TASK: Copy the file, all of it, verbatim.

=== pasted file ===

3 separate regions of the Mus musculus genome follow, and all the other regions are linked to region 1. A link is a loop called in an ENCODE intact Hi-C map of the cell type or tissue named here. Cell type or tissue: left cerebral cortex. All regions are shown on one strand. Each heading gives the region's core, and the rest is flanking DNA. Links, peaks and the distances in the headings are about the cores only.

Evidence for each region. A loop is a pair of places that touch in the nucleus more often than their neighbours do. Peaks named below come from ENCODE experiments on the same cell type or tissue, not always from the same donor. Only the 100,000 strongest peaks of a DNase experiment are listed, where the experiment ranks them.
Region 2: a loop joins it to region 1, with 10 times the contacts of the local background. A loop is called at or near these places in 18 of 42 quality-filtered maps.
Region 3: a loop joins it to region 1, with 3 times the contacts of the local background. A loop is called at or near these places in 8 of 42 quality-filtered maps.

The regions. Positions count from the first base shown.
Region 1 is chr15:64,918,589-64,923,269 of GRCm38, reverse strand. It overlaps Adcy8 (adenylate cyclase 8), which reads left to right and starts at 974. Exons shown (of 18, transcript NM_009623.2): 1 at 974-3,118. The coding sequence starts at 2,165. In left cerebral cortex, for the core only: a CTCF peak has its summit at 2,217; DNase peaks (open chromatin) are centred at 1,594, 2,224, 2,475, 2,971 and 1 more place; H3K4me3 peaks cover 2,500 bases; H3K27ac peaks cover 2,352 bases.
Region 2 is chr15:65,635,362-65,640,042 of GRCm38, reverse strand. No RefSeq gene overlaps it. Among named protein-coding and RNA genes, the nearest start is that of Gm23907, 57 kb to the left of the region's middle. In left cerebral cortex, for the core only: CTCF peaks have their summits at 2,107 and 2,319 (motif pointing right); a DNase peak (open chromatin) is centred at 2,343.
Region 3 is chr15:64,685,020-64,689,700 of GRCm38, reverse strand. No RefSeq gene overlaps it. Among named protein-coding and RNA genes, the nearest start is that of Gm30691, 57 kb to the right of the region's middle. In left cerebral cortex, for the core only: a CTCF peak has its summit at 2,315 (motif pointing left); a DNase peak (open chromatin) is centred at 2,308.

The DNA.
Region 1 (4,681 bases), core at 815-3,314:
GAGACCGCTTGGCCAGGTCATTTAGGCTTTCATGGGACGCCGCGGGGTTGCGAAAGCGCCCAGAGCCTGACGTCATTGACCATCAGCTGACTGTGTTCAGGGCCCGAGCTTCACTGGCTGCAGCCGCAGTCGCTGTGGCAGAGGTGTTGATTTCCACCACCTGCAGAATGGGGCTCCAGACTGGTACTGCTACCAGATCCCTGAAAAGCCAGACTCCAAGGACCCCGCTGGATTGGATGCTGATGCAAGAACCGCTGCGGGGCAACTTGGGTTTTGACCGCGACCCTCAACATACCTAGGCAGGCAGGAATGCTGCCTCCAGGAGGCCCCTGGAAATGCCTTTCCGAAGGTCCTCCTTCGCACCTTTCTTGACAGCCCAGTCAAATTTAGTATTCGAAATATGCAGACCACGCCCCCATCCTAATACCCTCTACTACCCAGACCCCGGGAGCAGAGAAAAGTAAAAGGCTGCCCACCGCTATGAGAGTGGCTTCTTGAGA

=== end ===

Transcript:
3 separate regions of the Mus musculus genome follow, and all the other regions are linked to region 1. A link is a loop called in an ENCODE intact Hi-C map of the cell type or tissue named here. Cell type or tissue: left cerebral cortex. All regions are shown on one strand. Each heading gives the region's core, and the rest is flanking DNA. Links, peaks and the distances in the headings are about the cores only.

Evidence for each region. A loop is a pair of places that touch in the nucleus more often than their neighbours do. Peaks named below come from ENCODE experiments on the same cell type or tissue, not always from the same donor. Only the 100,000 strongest peaks of a DNase experiment are listed, where the experiment ranks them.
Region 2: a loop joins it to region 1, with 10 times the contacts of the local background. A loop is called at or near these places in 18 of 42 quality-filtered maps.
Region 3: a loop joins it to region 1, with 3 times the contacts of the local background. A loop is called at or near these places in 8 of 42 quality-filtered maps.

The regions. Positions count from the first base shown.
Region 1 is chr15:64,918,589-64,923,269 of GRCm38, reverse strand. It overlaps Adcy8 (adenylate cyclase 8), which reads left to right and starts at 974. Exons shown (of 18, transcript NM_009623.2): 1 at 974-3,118. The coding sequence starts at 2,165. In left cerebral cortex, for the core only: a CTCF peak has its summit at 2,217; DNase peaks (open chromatin) are centred at 1,594, 2,224, 2,475, 2,971 and 1 more place; H3K4me3 peaks cover 2,500 bases; H3K27ac peaks cover 2,352 bases.
Region 2 is chr15:65,635,362-65,640,042 of GRCm38, reverse strand. No RefSeq gene overlaps it. Among named protein-coding and RNA genes, the nearest start is that of Gm23907, 57 kb to the left of the region's middle. In left cerebral cortex, for the core only: CTCF peaks have their summits at 2,107 and 2,319 (motif pointing right); a DNase peak (open chromatin) is centred at 2,343.
Region 3 is chr15:64,685,020-64,689,700 of GRCm38, reverse strand. No RefSeq gene overlaps it. Among named protein-coding and RNA genes, the nearest start is that of Gm30691, 57 kb to the right of the region's middle. In left cerebral cortex, for the core only: a CTCF peak has its summit at 2,315 (motif pointing left); a DNase peak (open chromatin) is centred at 2,308.

The DNA.
Region 1 (4,681 bases), core at 815-3,314:
GAGACCGCTTGGCCAGGTCATTTAGGCTTTCATGGGACGCCGCGGGGTTGCGAAAGCGCCCAGAGCCTGACGTCATTGACCATCAGCTGACTGTGTTCAGGGCCCGAGCTTCACTGGCTGCAGCCGCAGTCGCTGTGGCAGAGGTGTTGATTTCCACCACCTGCAGAATGGGGCTCCAGACTGGTACTGCTACCAGATCCCTGAAAAGCCAGACTCCAAGGACCCCGCTGGATTGGATGCTGATGCAAGAACCGCTGCGGGGCAACTTGGGTTTTGACCGCGACCCTCAACATACCTAGGCAGGCAGGAATGCTGCCTCCAGGAGGCCCCTGGAAATGCCTTTCCGAAGGTCCTCCTTCGCACCTTTCTTGACAGCCCAGTCAAATTTAGTATTCGAAATATGCAGACCACGCCCCCATCCTAATACCCTCTACTACCCAGACCCCGGGAGCAGAGAAAAGTAAAAGGCTGCCCACCGCTATGAGAGTGGCTTCTTGAGA